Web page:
In the new images of the upgraded telescope, details as small as 50 kilometers (31 miles) wide can be discerned amid the oscillating activity on the sun’s surface.
“This was a very exciting project, but also a very difficult one,” said physicist and chief scientist for GREGOR Lucia Clint of the Leibniz Institute for Solar Physics (KIS). “In just one year we have completely redesigned the optics, mechanics and electronics to achieve the best possible image quality.”
Interestingly, while COVID-19 lockdowns have been a barrier to scientific research, in this case they have proven beneficial. According to a post on the KIS website, scientists were stranded at the observatory during the March lockdown in Spain. Instead of wasting time, they created the optical laboratory.
They were able to correct two important problems introduced by a pair of mirrors, coma and astigmatism, which resulted in blurry and distorted images. Because of the design of the Optical Lab, and the limited space in it, these mirrors had to be completely replaced with off-axis mirrors, finely polished to about 1/10000 the width of a human hair.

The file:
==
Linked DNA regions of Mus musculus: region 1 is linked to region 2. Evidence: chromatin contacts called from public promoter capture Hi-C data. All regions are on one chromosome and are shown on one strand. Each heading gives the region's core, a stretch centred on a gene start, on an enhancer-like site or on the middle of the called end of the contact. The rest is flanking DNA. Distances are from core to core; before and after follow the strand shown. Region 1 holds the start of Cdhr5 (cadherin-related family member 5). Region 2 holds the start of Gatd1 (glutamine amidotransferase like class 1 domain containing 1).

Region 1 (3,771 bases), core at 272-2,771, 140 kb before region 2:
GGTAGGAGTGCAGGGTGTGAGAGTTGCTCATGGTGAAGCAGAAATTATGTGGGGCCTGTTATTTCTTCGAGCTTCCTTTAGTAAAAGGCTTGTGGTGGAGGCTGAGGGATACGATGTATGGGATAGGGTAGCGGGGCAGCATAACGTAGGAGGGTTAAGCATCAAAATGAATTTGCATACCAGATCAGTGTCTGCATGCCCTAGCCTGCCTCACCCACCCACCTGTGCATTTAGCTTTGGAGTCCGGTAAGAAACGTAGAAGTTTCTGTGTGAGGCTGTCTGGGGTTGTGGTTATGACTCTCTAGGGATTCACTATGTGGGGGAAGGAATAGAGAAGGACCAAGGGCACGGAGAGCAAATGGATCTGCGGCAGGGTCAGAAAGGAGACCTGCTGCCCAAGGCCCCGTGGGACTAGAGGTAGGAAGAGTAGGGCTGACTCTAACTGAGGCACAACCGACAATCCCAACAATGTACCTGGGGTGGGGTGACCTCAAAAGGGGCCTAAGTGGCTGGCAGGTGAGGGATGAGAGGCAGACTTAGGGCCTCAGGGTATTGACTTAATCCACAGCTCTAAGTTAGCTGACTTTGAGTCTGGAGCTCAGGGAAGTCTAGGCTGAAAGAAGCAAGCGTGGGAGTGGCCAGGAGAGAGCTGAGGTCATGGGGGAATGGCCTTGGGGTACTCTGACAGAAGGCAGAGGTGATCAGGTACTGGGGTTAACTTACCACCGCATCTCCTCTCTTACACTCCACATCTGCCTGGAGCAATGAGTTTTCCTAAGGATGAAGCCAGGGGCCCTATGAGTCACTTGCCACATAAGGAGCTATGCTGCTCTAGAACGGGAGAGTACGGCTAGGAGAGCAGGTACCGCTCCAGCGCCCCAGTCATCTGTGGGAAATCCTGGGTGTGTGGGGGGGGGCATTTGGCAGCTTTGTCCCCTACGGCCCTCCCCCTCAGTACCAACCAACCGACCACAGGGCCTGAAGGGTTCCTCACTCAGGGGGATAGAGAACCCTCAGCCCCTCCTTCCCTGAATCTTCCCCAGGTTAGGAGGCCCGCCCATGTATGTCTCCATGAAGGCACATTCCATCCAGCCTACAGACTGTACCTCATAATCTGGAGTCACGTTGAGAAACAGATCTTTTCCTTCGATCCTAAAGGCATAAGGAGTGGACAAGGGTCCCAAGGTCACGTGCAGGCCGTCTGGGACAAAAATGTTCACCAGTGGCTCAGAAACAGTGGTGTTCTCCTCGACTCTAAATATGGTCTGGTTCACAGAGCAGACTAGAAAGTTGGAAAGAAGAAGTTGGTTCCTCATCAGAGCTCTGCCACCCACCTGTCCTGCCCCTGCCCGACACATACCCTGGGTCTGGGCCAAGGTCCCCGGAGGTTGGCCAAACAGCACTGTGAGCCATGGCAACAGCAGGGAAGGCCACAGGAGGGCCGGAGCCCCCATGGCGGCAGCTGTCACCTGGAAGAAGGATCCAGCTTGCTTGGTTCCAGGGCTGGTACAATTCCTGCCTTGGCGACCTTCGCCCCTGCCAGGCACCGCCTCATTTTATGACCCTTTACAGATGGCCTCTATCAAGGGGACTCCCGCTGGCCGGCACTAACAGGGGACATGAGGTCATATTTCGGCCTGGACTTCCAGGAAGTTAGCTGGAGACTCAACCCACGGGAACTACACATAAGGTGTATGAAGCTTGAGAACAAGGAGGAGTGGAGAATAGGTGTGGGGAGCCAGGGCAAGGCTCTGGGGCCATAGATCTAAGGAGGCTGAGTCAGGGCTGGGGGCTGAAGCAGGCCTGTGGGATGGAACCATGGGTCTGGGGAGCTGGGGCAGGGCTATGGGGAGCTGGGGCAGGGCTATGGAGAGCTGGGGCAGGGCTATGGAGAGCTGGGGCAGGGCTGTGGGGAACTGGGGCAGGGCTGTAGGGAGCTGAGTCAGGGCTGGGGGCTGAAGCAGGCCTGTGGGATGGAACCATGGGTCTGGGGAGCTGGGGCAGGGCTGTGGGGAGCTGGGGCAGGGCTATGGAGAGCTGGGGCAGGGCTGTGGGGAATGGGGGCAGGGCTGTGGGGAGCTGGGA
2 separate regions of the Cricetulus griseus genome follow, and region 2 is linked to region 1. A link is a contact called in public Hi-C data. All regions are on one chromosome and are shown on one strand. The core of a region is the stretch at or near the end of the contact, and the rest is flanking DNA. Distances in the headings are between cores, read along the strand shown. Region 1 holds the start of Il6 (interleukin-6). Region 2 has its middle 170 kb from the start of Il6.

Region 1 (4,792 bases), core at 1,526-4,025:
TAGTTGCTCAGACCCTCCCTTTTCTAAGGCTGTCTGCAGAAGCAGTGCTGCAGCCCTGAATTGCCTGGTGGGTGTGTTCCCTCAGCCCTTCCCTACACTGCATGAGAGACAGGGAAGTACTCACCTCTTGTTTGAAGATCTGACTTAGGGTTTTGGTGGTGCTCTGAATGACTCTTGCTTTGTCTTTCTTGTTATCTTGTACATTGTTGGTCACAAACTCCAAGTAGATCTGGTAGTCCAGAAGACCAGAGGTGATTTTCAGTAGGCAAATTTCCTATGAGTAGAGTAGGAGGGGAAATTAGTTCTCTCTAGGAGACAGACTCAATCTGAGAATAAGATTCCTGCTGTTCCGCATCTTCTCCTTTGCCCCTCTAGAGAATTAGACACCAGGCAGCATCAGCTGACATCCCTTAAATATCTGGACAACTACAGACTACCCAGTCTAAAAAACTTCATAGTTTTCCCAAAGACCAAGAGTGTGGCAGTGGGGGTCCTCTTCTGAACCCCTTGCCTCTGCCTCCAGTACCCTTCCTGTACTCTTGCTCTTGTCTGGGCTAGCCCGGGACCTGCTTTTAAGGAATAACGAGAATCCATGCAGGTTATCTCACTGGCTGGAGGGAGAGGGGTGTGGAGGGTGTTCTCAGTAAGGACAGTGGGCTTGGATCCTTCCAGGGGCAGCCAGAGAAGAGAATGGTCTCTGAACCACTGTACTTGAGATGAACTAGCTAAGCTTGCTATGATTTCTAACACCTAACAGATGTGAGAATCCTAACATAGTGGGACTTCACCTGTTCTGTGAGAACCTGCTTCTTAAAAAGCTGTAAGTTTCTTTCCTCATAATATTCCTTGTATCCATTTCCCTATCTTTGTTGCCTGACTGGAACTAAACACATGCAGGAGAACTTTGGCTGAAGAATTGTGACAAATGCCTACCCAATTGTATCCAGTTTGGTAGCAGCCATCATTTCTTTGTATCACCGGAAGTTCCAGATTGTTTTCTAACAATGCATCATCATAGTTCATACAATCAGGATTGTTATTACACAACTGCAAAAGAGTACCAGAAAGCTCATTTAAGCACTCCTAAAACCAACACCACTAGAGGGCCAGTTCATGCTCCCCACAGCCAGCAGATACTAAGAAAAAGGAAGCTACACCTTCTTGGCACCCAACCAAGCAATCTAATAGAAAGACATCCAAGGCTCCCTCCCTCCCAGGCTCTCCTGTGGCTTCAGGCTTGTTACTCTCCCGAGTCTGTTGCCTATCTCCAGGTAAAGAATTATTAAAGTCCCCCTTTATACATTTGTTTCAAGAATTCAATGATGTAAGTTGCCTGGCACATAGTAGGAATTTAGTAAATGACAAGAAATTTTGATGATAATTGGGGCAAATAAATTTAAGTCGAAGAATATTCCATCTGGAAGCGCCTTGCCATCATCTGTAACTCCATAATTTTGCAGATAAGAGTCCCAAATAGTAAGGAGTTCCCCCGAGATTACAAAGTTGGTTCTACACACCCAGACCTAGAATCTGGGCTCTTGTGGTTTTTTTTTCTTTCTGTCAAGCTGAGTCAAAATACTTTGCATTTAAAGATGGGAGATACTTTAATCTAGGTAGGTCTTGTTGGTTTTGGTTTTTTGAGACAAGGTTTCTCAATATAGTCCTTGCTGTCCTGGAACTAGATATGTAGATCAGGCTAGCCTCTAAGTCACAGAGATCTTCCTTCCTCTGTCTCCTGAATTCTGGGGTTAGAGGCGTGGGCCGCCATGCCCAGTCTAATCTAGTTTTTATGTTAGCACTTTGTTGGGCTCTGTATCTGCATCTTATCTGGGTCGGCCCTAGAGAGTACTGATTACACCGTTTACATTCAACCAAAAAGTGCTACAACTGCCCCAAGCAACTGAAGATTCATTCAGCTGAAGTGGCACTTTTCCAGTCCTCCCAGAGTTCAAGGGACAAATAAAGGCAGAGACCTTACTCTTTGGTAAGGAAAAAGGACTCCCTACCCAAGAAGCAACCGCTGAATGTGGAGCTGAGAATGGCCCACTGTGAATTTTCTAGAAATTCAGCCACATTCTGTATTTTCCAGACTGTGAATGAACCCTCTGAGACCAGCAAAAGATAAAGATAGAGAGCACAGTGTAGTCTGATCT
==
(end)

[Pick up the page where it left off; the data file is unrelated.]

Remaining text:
Snow storms hampered observations for a while, but when Spain reopened in July, the first thing the GREGOR team did was operate the upgraded telescope.
It’s a bit like popcorn, but don’t be fooled – a typical pellet has a diameter of around 1,500 kilometers (930 miles), which is just over 10 percent of the Earth’s diameter.
Another photo and video shows the only sunspot that covered the face of the sun on July 30, 2020. This is a temporary region where the sun’s magnetic field is particularly strong, dampening the natural convective activity of the surface; It appears darker on the surface of the sun because it is colder than the surrounding materials.
These sunspot regions are of great interest to us, because these magnetic field lines are exploding, entangling, and reconnecting. Magnetic reconnection results in the release of copious amounts of energy, resulting in solar flares and coronal mass ejections – a phenomenon that could affect us here on Earth, disrupting navigation and satellite communication.
Images such as those obtained by GREGOR, and other high-resolution solar observatories such as Daniel K. Inouye Solar Telescope in Hawaii, at a resolution of 30 kilometers, along with the Big Bear Solar Observatory in the United States, can help us better understand these solar processes.